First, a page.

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Koblenz Trial 06.01.2022: Booker defense attorney for Raslan: “Defense team never aimed at denying or covering up Assad regime crimes but only to defend people”

Written By Luna Watfa
Translated to English by Diane Lockyer

Luna Watfa deals with the case for the second defense counsel for the accused, Raslan, Mr. Booker, which began on 06.01.2022 following the conclusion of another defense lawyer Mr. Vratsky and his case.

Mr. Booker began by saying he was not speaking in the name of the Syrian regime as a defense attorney, but only in the name of his client, Raslan, who was born, raised and practiced his professional life in Syria, whose homeland will remain the same as for many people who came to this trial as attendees, press or witnesses, as all of them suffered the same common fate in a dictatorship.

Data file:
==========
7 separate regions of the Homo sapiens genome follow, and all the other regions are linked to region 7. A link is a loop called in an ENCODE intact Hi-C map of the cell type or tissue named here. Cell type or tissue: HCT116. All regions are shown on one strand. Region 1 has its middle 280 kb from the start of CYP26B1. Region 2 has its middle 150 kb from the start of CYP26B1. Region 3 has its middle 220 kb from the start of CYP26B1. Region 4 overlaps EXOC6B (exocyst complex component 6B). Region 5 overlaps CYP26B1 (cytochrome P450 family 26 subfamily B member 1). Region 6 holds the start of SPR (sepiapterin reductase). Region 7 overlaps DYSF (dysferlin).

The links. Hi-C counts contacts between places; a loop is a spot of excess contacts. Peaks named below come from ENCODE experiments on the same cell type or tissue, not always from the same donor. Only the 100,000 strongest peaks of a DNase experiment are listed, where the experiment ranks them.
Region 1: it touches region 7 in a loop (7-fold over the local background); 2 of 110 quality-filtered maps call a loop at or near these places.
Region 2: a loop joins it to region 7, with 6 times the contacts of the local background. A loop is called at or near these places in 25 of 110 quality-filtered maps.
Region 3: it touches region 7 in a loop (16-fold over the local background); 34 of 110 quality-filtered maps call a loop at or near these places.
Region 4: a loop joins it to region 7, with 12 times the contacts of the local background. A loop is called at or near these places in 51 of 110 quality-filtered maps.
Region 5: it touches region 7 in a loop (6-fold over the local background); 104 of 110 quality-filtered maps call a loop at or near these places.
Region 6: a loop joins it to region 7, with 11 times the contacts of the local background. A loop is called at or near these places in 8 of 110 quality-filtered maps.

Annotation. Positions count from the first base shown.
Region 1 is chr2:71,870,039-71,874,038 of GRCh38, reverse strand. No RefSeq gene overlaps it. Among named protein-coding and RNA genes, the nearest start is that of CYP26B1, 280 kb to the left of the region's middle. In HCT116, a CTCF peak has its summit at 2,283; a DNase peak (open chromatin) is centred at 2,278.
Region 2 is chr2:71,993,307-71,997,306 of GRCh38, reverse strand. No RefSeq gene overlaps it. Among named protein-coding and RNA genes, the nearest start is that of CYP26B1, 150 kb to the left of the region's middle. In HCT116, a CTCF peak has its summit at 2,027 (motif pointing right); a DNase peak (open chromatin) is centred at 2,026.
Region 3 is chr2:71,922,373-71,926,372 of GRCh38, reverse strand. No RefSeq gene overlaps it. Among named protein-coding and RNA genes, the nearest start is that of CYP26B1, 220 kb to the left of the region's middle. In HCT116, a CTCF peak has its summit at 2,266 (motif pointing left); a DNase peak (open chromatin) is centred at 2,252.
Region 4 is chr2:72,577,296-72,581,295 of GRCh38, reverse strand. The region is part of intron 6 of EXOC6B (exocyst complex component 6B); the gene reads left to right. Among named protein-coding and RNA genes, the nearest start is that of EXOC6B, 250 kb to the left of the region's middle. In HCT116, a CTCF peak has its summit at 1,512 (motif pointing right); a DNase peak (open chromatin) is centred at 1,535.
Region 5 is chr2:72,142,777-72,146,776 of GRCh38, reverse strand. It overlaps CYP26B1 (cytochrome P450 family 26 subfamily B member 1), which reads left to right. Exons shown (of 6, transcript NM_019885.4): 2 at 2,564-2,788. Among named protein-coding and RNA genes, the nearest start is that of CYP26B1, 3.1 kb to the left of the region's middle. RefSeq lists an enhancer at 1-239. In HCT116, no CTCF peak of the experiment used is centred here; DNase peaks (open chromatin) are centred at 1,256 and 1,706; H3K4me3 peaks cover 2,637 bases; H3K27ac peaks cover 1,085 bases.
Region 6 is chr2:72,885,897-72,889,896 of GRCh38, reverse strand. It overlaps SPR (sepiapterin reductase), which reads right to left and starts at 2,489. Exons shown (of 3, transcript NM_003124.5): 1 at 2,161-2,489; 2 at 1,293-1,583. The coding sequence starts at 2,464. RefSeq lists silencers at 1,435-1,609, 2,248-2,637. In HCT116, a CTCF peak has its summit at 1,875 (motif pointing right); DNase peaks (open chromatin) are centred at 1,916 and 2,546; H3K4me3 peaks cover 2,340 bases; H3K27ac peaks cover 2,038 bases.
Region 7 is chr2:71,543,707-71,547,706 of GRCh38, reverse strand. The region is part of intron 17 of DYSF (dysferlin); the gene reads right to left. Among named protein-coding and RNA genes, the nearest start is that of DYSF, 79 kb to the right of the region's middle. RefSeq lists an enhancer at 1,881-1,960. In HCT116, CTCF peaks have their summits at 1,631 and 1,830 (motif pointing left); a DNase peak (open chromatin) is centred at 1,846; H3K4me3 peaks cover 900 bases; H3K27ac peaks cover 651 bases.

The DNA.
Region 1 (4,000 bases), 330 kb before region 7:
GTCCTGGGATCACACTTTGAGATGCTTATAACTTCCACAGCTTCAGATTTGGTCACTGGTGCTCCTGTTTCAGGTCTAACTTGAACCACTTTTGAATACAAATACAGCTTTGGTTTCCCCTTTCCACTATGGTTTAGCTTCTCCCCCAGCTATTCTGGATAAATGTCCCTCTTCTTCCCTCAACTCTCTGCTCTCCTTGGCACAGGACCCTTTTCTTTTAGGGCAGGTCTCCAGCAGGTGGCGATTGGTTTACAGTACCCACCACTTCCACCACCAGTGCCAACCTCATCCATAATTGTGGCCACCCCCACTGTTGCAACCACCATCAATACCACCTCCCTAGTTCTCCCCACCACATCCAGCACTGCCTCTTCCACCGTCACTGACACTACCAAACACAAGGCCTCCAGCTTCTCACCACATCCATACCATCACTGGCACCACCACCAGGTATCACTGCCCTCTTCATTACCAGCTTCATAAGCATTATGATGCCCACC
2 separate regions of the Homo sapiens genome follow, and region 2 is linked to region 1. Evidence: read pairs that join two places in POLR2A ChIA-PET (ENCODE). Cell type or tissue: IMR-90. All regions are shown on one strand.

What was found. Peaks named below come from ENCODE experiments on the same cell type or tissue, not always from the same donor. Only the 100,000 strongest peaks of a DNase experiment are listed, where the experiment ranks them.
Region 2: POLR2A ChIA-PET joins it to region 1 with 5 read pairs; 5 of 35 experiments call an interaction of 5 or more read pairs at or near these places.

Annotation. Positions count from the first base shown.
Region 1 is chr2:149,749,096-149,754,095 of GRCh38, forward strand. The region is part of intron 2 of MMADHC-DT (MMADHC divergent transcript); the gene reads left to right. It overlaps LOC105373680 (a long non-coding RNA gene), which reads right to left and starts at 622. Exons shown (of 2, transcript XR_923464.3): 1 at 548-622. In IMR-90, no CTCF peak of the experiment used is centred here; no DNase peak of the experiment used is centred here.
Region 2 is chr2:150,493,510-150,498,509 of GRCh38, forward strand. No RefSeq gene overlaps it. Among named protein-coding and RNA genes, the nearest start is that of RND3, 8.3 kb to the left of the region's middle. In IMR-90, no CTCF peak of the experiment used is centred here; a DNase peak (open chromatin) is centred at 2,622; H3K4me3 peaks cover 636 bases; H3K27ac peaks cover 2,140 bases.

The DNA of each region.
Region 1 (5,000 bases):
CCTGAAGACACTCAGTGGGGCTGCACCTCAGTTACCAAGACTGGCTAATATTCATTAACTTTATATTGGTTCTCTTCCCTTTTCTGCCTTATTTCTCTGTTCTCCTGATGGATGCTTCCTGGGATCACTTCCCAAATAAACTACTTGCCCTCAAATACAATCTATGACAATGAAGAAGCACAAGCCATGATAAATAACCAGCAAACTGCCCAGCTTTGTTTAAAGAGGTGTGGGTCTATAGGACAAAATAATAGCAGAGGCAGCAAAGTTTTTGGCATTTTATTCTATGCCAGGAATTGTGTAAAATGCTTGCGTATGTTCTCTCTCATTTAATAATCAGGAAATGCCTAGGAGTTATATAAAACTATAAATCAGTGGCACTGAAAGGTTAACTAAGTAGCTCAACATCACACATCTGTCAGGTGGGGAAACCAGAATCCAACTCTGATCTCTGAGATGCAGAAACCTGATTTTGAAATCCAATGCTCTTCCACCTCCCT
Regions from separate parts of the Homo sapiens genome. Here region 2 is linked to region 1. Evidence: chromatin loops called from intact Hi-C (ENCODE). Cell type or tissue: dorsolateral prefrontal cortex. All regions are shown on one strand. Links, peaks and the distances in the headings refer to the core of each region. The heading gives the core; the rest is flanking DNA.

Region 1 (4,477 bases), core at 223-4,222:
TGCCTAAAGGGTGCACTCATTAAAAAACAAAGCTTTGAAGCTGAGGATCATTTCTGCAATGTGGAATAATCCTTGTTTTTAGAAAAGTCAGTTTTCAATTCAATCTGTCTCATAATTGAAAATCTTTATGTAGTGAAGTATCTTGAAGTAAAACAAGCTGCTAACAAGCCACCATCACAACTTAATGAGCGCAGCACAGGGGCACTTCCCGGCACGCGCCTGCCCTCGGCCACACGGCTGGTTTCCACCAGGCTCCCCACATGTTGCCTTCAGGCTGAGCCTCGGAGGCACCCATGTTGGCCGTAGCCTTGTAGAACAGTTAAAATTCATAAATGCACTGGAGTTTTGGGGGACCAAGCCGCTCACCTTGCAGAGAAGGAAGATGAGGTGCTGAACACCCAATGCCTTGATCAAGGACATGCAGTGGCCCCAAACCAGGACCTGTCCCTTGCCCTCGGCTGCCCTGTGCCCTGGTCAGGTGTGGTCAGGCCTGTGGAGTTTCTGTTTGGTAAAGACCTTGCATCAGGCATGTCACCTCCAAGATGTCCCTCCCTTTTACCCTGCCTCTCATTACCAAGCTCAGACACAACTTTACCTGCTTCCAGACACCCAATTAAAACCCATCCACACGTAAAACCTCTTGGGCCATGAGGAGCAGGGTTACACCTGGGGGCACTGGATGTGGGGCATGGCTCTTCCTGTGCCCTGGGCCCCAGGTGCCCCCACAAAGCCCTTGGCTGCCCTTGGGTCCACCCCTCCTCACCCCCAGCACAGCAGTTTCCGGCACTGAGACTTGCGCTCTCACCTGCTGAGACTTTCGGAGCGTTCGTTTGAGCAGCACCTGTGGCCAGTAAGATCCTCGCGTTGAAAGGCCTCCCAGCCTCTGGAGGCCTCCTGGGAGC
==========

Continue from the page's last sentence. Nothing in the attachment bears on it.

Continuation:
Mr Booker stressed the fact that the defense team for the accused had never aimed to deny or cover up the crimes of the Assad regime, but rather to defend people only.

Mr. Booker, as a German citizen, considered that participating in this trial, especially with the background of the history of the German Democratic Republic (GDR) and the Third Reich, had taught him to be humble, because luck and great destiny enabled him to live in a constitutional state, where the accused Raslan is free to defend himself, and added :

“We can be very happy about the fact the accused Anwar Raslan is free to defend himself which is very important to us and to the Syrian community that is here. The court has already determined the inhumane conditions that prevailed in Syria and we have no other opinion on that issue before this court as the main topic of this trial is the question of whether and how Raslan became vulnerable to legal prosecution in this context.”